WASHINGTON (Dow Jones) - Investors interested in owning the smallest major record label in a struggling music industry got the heads-up on Friday: Warner Music Group Corp. is going public.
The New York company's filing for an initial public offering, which was widely expected, comes nearly a year to the day after a private-equity group led by Edgar Bronfman Jr. purchased Warner Music from Time Warner Inc. (TWX).
Warner said in the filing it wants to raise as much as $750 million through an IPO led by Goldman Sachs Group Inc. (GS) and Morgan Stanley (MWD). No date, share price or size has yet been set for the offering, which will be used to fund general corporate expenses and pay down debt.
Warner, which boasts acts ranging from Madonna to Linkin Park, is the smallest of four major music labels in an industry that some critics believe is troubled at its core.
After years of growth in the 1990s, the industry began experiencing declines in 1999. The movement of music sales away from smaller record shops and toward cut-rate discounters like Wal-Mart Stores Inc. (WMT) and Internet retailers like Amazon.com Inc. (AMZN) has created more price competition. The sector is dominated by two behemoths - Universal Music, a unit of Vivendi Universal (V), and Sony BMG Music Entertainment, which together control more than 50% of the market and make for formidable competitors. Sony BMG Music Entertainment is a joint venture between Sony Corp.'s (SNE) Sony Corp. of America and Bertelsmann AG (BRT.YY).
Warner Music and its competitors have blamed the industry decline on illegal Internet downloads of music. But some critics have blamed it on the industry's own reliance on and overpayment to established music acts, some of which haven't proven to have staying power. In Warner Music's filing with the Securities and Exchange Commission Friday, it cited its reliance on established acts as a strength, boasting that less than 10% of its total revenue depends upon new artists without track records.
The effects of the industrywide decline could be seen in Warner Music's financials even before Bronfman and his posse of private-equity supporters bought it last year. In 2002, former parent Time Warner wrote down the valuation of its music business, and the goodwill impairment charges continued into 2003.
Warner Music's filing with the SEC points to some promising industry statistics showing that U.S. music sales improved in 2004 and global sales improved in the first half of 2004 compared with 2003. The company's most-recent financial data available, for the three months ended in December 2004, also appears to be promising at first, with Warner Music earning $36 million , up from a loss of $1.15 billion in the same period of 2003.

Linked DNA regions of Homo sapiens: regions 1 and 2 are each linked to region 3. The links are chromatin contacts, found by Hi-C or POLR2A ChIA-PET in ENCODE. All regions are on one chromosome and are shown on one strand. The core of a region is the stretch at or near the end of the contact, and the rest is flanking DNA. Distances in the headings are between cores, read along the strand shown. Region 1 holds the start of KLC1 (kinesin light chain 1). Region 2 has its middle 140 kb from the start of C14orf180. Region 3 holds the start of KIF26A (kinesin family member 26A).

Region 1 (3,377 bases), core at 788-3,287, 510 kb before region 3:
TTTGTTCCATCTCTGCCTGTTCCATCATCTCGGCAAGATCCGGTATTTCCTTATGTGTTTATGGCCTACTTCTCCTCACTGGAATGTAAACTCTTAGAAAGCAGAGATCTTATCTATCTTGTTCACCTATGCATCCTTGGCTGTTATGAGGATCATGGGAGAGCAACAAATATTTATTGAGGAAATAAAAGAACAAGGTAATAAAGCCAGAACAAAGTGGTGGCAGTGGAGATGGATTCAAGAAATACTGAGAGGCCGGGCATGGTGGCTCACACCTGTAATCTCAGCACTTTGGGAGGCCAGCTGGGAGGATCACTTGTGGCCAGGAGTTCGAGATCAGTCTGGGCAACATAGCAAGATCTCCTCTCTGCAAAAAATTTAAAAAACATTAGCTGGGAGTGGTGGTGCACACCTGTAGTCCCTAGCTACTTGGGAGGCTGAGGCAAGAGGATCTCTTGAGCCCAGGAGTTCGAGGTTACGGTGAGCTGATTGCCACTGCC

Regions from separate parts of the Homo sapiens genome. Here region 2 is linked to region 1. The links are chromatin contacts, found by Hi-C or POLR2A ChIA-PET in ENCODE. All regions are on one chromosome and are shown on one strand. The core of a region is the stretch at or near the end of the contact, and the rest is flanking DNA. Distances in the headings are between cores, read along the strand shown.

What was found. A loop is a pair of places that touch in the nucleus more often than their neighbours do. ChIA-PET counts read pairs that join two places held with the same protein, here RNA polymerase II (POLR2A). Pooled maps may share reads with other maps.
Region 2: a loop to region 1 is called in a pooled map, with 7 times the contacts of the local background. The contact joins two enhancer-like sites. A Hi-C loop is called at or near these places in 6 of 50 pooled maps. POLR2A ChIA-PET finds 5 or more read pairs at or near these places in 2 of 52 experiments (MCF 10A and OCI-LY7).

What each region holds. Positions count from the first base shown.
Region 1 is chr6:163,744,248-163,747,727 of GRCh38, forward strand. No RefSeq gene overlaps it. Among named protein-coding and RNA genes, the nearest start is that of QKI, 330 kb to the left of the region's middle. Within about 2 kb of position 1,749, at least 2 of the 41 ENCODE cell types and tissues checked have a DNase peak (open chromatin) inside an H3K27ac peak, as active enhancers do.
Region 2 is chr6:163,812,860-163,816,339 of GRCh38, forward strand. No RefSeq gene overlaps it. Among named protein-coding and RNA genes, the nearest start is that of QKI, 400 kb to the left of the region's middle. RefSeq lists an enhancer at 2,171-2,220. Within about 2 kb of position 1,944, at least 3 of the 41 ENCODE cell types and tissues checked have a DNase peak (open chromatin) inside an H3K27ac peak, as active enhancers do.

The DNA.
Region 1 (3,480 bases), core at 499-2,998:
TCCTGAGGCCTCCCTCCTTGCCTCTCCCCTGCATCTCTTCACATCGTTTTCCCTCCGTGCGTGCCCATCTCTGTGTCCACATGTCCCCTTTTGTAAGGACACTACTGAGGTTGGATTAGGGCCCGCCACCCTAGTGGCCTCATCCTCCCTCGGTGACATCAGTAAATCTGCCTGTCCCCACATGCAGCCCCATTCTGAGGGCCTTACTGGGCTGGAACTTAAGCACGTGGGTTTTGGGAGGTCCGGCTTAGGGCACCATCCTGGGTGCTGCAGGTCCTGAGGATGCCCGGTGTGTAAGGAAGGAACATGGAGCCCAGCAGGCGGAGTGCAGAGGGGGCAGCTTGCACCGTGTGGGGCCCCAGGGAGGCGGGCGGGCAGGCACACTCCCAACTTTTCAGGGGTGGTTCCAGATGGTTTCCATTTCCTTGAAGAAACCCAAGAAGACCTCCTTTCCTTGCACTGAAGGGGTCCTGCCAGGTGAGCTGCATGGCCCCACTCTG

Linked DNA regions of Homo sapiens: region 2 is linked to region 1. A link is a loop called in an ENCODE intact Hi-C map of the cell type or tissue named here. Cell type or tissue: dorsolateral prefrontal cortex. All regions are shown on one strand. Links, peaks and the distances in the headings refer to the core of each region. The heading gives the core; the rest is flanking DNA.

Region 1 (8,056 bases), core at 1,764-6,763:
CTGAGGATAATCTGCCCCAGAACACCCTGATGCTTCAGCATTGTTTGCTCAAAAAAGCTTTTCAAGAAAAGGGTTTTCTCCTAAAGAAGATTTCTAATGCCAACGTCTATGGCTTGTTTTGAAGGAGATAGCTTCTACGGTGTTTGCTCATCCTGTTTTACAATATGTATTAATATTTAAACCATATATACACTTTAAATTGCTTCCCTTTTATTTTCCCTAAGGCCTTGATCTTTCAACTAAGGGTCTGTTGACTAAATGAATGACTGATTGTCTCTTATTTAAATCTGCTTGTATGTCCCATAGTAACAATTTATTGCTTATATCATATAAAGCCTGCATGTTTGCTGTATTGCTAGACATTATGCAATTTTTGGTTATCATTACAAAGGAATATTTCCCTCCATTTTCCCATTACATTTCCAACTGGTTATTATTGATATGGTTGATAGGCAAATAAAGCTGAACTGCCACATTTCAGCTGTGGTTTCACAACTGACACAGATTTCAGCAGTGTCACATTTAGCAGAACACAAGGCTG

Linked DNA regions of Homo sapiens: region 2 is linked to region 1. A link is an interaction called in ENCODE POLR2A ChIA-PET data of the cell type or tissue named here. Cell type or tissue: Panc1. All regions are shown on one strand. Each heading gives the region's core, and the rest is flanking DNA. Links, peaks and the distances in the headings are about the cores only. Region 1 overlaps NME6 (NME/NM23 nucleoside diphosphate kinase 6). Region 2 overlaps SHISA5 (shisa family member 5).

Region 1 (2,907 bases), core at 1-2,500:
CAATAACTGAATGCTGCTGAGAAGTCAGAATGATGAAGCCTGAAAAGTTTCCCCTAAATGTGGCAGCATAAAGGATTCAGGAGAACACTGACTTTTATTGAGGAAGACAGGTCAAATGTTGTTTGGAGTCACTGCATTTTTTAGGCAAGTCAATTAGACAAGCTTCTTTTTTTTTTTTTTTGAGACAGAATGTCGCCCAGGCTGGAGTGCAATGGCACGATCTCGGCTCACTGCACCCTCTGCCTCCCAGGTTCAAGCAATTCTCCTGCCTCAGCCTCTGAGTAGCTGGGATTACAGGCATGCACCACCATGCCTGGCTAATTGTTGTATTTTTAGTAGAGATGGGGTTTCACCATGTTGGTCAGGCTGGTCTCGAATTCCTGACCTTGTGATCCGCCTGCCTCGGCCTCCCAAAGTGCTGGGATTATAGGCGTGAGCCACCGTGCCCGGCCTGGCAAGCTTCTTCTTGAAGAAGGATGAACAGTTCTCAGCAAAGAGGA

But a closer look reveals that in the 2004 period revenue fell 8% from a year earlier. Warner was able to top its year-earlier results because it was comparing against a whopping $1.02 billion goodwill impairment - to further write down the impaired value of its music business - that had dragged down its 2003 results.
The company also revealed in its filing that it faces some potentially troubling issues in its own accounting. In the course of testing its internal financial controls, now required under the Sarbanes-Oxley Act, Warner Music's outside auditors found a number of significant deficiencies that are considered "material weaknesses." A material weakness means there is a likelihood that a material misstatement of financial results will not be prevented or detected. Warner Music said it is working to fix the deficiencies, which range from the need for a tax group and an internal audit department to the absence of a uniform royalty system.
On the plus side, Warner Music is working to get its costs under control through a restructuring plan that projects annual savings of $250 million . One- time costs of the restructuring will be between $225 million and $250 million , of which $140 million was already recorded during 2004.
Bronfman, the scion of the Bronfman family that built up beverages company Seagram, pulled down an annual salary in 2004 of $1 million and a bonus of $5.25 million, the SEC filing showed. Bronfman began his career in the music industry as a songwriter for Dionne Warwick and Celine Dion . He later headed up Seagram, acquiring record companies that at one point made its Universal unit the largest record company in the world, before selling to Vivendi in 2000.